That's a far cry from nearly a decade ago when federal regulators found a host of chemicals and compounds in the Homer system that required corrective action.
Since 1993, however, the Environmental Protection Agency has found no significant health threats in Homer's water, and the results of testing in 2000 and 2001 were good enough that Homer isn't required to test again until next year, said city water treatment plant operator Dave Bolt.
"Outside, a lot of places are struggling to meet those contamination levels," he said. "We're not really having too hard a time."
Homer's water comes out of the reservoir on Bridge Creek. Because it is surface water and doesn't issue from deep wells, it's low in minerals, Bolt said. One of the biggest potential problems is turbidity, which comes from soil runoff. However, Homer's turbidity levels were less than 10 percent of the maximum allowed by federal regulations.
Barium and nitrate also showed up in the tests, but well below federal limits.
Though Homer's water is relatively clean and free of harmful compounds, it is naturally acidic, causing lead and copper to leach out of older plumbing pipes and fittings. Elevated levels of those metals in the past forced the city to raise the pH level, reducing its natural acidity and therefore its corrosive power.
In tests in 2000, which were taken at 21 private residences on the city water system, none of the homes had elevated copper levels. Two showed lead levels higher than the federal allowable limit, but because 90 percent of the homes were below the federal maximum of 15 parts per billion, the city is in compliance with federal regulations.
"There's no lead in the water," Bolt said. "It's from people's plumbing." Newer pipes, solders and fixtures are made without lead, he said.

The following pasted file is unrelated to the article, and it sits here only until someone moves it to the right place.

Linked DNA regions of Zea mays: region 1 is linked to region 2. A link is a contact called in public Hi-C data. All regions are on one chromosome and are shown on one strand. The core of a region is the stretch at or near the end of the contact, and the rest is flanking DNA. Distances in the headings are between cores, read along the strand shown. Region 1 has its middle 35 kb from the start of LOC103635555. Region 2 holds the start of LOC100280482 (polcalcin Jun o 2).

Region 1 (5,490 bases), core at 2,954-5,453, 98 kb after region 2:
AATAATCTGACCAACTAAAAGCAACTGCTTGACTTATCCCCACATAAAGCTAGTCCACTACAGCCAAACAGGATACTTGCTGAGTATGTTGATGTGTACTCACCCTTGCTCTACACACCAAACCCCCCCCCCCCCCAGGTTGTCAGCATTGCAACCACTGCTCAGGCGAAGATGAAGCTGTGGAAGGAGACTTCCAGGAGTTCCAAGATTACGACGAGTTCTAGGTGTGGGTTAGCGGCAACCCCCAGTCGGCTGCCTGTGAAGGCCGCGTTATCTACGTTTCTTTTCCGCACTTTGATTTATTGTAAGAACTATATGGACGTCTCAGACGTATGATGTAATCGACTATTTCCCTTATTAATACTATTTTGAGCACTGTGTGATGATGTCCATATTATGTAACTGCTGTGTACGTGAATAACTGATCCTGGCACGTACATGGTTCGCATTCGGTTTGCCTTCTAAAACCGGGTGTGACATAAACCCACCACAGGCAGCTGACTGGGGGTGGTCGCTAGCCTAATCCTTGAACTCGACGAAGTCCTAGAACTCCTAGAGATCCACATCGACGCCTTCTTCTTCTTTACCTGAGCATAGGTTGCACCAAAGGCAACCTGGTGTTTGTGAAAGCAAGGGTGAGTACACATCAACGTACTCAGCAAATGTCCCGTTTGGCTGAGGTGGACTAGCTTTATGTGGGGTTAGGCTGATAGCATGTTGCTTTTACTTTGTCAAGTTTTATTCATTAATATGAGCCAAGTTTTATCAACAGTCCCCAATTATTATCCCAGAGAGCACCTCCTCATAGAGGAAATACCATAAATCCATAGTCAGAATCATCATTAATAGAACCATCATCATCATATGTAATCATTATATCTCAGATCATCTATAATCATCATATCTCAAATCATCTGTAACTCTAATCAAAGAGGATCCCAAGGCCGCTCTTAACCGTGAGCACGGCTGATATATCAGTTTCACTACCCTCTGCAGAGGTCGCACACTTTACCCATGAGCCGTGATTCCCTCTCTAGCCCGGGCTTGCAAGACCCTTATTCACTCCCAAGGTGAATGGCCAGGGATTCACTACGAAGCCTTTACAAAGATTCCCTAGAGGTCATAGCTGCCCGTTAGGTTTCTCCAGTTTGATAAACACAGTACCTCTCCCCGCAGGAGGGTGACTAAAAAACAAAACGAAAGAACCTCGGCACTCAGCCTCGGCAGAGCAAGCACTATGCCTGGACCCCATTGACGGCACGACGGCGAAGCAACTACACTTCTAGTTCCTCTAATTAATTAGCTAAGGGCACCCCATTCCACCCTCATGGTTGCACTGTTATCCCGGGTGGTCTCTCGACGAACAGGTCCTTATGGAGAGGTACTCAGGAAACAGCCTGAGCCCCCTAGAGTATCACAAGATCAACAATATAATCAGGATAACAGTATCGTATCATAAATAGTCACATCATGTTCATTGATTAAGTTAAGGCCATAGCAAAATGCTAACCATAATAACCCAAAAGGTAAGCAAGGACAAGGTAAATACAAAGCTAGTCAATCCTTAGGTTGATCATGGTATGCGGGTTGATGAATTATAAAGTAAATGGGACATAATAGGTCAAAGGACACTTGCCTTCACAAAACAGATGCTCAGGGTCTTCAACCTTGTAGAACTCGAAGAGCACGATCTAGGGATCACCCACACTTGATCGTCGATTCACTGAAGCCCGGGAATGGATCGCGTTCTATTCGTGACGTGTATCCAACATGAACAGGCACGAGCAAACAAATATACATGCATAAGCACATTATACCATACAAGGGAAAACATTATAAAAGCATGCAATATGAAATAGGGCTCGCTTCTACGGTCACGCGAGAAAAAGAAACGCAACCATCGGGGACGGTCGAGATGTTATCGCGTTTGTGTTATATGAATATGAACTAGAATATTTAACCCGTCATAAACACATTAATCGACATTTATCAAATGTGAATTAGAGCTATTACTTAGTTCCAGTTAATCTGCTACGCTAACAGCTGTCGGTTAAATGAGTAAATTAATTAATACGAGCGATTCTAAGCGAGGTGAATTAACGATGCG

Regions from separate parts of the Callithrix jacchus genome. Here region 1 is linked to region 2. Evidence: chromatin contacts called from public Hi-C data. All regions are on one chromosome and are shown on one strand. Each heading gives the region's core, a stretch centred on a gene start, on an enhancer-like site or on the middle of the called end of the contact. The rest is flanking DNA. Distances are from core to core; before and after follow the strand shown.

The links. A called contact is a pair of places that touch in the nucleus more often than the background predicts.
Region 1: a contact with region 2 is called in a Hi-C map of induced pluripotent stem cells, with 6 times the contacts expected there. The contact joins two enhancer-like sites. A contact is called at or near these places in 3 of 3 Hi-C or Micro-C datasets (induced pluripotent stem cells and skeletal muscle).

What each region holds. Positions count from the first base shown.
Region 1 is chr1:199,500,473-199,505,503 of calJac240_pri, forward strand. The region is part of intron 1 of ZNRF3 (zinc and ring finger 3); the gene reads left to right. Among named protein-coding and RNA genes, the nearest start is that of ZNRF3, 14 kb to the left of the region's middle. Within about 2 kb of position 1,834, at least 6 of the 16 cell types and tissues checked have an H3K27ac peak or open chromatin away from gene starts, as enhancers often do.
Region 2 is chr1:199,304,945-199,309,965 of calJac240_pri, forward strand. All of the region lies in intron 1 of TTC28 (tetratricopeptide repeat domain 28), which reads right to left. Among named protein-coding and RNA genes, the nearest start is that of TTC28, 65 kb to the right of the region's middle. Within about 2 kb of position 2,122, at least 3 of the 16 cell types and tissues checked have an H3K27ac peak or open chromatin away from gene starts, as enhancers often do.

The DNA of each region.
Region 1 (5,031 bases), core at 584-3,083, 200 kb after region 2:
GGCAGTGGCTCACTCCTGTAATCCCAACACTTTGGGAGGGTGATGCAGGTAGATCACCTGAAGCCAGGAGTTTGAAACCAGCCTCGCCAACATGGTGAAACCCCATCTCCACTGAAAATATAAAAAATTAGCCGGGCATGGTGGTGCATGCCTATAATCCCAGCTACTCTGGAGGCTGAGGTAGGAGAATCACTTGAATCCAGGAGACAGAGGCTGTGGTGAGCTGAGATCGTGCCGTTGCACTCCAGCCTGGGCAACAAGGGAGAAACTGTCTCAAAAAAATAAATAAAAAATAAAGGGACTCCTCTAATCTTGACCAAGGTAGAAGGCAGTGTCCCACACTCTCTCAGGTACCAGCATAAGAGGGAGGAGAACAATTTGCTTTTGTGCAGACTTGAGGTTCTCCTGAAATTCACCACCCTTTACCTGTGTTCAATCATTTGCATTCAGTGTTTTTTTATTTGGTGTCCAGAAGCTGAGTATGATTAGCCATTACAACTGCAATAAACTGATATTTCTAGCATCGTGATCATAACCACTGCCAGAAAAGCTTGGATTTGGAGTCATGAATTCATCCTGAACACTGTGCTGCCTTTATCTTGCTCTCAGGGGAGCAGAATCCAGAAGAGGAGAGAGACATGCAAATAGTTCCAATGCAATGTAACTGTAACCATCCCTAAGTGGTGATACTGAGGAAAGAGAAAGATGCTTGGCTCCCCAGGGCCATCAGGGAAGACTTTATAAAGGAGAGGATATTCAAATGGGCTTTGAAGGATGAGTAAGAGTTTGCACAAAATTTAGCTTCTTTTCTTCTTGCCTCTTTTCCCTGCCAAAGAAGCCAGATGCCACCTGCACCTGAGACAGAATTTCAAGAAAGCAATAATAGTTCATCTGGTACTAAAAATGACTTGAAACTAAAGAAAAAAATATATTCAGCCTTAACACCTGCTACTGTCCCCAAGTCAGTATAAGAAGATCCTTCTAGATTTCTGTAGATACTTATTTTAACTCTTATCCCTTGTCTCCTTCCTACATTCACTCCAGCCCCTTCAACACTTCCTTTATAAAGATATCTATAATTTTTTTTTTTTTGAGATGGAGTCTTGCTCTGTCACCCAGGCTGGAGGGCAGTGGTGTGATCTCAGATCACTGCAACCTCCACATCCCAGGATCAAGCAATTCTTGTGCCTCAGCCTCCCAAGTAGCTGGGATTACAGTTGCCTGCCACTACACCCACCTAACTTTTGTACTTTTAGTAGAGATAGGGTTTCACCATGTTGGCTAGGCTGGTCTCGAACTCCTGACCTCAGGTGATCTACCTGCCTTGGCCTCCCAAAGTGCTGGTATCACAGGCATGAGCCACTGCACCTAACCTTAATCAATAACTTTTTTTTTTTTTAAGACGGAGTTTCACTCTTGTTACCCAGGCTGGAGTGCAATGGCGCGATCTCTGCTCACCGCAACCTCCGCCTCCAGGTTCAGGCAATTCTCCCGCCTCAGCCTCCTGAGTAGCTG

One part per billion is the equivalent of one penny in $10 million, or one minute in 2,000 years.
The volatile organic compound trihalomethane also appeared in the water tests, but at one third the level that requires action.
Because Homer's water has passed the federal tests for three consecutive years, the city can skip the next two years. That's a relief, said Bolt.
"It's a pain," he said, though not because of fears the federal government might shut down the system or force expensive changes. Rather, the tests rely on 21 private homeowners to take water samples at certain times of day. They forget, or put off their sampling for too long, Bolt said. "It's the only thing we sample for that we have no control of."
As Congress tightens water quality standards, however, Homer and other cities may have a harder time winning good grades for their drinking water, Bolt said.
"Congress keeps lowering certain levels," such as arsenic and turbidity. "But the technology isn't really out there to take care of it, so it's a challenge."
In the meantime, the city is on the considering new regulations aimed at controlling development within the Bridge Creek watershed that should provide additional protection for the water that Homer needs every day.